A public school system run by the nation’s largest polygamous sect in a remote area near the Arizona-Utah line could lose hundreds of thousands of dollars in state funds for failing to properly report how it spends its money, officials said Wednesday.
The possible sanction is the latest in a string of political, legal and administrative pressures being brought to bear in three states and Canada against the Fundamentalist Church of Jesus Christ of Latter Day Saints and its self-proclaimed prophet, Warren Jeffs.
Maude Haggerty, accounting services director for the Arizona Auditor General’s Office, confirmed Wednesday that the Colorado City Unified School District failed to meet the second of two deadlines to properly report spending for fiscal 2003.
The district, which is controlled by the FLDS, could lose up to 10 percent of its annual state funding for failing to comply, Haggerty said.
Any major cutback could be significant because Jeffs has a history of using public jobs to promote loyalty in the twin communities of Colorado City and Hildale, Utah, where most of the sect’s 10,000 faithful live.
Colorado City’s school district is a prime example.
It has 104 employees and 289 students. All but a few of the employees are FLDS faithful. None of the students is a follower of the church.
The nearly 3-1 ratio of students to workers in the Colorado City school system is in contrast to other Arizona districts, where the ratio is typically anywhere from a 10-1 to 25-1.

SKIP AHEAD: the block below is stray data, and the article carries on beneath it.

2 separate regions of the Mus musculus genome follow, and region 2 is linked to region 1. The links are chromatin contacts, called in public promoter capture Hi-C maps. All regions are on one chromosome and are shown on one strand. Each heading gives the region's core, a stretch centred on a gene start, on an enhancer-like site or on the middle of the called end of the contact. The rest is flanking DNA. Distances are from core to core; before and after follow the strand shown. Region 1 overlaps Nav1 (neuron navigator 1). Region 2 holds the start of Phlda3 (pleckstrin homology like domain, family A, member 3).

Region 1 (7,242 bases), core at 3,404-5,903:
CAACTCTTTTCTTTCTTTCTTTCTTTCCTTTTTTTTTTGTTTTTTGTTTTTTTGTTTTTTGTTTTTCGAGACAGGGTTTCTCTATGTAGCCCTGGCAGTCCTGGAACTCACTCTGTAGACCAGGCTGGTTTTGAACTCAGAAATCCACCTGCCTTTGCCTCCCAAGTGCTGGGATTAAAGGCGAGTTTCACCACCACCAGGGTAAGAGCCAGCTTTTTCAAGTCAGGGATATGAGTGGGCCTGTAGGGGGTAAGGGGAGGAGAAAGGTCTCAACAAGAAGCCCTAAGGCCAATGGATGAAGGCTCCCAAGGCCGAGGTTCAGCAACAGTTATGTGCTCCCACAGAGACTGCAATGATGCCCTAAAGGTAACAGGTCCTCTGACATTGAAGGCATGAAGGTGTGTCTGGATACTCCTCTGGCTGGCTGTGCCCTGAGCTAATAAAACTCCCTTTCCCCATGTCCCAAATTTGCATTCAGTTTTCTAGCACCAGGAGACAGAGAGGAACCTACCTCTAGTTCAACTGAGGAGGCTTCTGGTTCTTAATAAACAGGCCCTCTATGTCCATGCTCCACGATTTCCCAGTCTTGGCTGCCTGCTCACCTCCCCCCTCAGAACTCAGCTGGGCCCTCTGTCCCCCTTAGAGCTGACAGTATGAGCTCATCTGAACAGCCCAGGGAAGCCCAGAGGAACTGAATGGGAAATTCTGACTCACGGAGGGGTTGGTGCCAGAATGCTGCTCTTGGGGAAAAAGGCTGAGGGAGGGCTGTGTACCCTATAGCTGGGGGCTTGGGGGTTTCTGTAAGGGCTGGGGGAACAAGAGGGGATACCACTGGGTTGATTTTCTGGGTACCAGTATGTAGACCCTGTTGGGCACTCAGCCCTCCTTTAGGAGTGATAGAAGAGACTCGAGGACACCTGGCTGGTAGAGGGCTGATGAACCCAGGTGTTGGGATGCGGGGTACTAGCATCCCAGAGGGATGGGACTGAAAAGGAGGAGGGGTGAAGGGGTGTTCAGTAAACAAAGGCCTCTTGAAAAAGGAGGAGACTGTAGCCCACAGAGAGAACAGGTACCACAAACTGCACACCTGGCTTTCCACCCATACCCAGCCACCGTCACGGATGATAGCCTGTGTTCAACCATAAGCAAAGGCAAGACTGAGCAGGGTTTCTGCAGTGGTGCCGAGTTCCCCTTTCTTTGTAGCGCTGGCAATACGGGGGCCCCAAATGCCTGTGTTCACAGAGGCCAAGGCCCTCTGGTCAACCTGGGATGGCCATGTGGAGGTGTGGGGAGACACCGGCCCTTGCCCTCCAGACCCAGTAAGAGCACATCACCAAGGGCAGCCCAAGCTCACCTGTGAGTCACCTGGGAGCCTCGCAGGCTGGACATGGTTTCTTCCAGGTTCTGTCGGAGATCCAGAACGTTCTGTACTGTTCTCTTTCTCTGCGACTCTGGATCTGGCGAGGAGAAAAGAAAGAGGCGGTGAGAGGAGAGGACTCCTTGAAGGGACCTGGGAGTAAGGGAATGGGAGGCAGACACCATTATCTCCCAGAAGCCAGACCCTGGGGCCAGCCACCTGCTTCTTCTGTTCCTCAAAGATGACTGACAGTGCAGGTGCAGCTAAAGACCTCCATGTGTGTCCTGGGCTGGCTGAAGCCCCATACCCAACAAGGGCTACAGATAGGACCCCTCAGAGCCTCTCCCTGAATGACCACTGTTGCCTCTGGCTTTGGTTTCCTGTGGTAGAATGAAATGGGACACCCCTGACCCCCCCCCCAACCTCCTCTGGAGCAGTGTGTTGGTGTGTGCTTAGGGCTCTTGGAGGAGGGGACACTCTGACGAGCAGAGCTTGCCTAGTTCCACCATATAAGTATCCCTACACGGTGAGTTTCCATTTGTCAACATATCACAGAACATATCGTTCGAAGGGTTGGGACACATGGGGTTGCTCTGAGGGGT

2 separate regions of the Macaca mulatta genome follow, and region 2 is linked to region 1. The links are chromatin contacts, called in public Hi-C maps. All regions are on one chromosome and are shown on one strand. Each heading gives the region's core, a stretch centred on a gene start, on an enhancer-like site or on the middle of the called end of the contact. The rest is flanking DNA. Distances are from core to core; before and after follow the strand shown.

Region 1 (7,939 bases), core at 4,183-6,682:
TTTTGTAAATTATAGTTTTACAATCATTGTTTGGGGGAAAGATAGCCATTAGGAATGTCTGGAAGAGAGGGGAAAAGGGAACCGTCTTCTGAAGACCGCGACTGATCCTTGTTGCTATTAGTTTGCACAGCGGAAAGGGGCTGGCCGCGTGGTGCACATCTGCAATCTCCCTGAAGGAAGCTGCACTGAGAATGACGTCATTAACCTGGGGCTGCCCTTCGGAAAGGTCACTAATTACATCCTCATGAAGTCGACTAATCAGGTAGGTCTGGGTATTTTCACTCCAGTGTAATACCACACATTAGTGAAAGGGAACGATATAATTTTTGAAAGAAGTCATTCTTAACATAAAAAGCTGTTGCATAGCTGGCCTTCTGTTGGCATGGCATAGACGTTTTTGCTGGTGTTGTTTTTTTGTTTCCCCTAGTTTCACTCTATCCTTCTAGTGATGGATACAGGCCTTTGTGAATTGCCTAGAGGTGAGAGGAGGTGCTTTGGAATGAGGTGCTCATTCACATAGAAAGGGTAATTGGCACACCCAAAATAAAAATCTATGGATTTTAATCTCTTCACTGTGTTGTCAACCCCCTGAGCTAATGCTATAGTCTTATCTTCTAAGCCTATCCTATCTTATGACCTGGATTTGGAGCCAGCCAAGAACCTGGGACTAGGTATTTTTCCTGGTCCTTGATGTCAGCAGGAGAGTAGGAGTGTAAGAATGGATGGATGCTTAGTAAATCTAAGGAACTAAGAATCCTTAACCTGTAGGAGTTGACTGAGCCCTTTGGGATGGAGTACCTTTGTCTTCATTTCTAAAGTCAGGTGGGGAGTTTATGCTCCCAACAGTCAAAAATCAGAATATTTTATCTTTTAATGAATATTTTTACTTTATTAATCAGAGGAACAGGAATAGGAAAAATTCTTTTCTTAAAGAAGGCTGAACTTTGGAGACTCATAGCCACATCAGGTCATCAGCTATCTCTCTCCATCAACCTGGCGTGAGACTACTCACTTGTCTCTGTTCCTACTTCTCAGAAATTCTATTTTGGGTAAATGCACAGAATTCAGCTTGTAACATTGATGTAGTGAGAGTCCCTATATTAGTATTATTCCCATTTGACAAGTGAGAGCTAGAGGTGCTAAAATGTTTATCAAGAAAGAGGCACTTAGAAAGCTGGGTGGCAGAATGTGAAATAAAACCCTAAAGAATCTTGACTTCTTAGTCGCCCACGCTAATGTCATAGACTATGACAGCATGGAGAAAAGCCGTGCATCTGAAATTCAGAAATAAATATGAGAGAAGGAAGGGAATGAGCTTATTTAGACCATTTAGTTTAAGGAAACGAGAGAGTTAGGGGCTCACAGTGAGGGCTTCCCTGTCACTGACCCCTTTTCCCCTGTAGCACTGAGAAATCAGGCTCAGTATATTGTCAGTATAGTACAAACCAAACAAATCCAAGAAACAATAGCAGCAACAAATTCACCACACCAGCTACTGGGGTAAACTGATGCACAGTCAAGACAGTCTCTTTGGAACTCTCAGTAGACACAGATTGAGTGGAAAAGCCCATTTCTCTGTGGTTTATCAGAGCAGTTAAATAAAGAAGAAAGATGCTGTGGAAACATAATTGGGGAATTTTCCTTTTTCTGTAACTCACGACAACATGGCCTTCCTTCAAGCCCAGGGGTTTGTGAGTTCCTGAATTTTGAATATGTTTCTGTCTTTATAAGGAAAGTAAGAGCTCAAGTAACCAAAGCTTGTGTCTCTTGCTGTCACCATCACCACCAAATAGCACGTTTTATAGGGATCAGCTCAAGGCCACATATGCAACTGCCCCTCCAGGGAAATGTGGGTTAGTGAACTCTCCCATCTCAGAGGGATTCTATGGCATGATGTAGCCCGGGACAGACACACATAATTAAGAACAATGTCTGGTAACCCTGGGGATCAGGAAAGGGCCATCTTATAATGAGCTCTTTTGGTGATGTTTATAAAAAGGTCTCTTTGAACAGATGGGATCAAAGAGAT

“It’s absurd,” said Mike File, Mohave County schools superintendent, who has been critical of Colorado City’s operations for years. “It’s about time someone did something about this.”
The possible loss of funding is at least six weeks away.
Haggerty said her office would notify the Arizona Department of Education that the district failed to comply with guidelines and that officials there would determine what action to take at their board meeting in late September.
If Colorado City officials were to file the required paperwork before then, the Arizona Board of Education likely would release its full funding. However, the Auditor General’s Office has had a broader investigation of the school district under way for 13 months.
That audit was requested by state Superintendent of Public Instruction Tom Horne. The Auditor General’s Office could not say Wednesday when the investigation might be complete.
Problems pile up
The possible crackdown comes as Jeffs and the FLDS are facing problems on several other fronts.
Earlier this week, a private detective from southern Utah served legal papers on one of Jeffs’ top aides at a ranch in remote western Texas, where the sect is building a massive complex on a 1,691-acre ranch.
The private detective, Sam Brower, said he planned to go to Jeffs’ walled compound in Hildale today to try to serve the sect leader personally with a summons to appear in court on a lawsuit filed three weeks ago.
That suit accuses Jeffs, 48, of repeatedly sodomizing his then-5-year-old nephew decades ago and covering up for years of serial child molestations by other sect leaders. An attorney for the sect has denied the allegations but refuses to say where Jeffs is.
Officials in Arizona, Utah and Canada have said for months that they are investigating a wide range of allegations against Jeffs and the sect, which teaches that women are property and that men must have at least three wives to reach the celestial kingdom.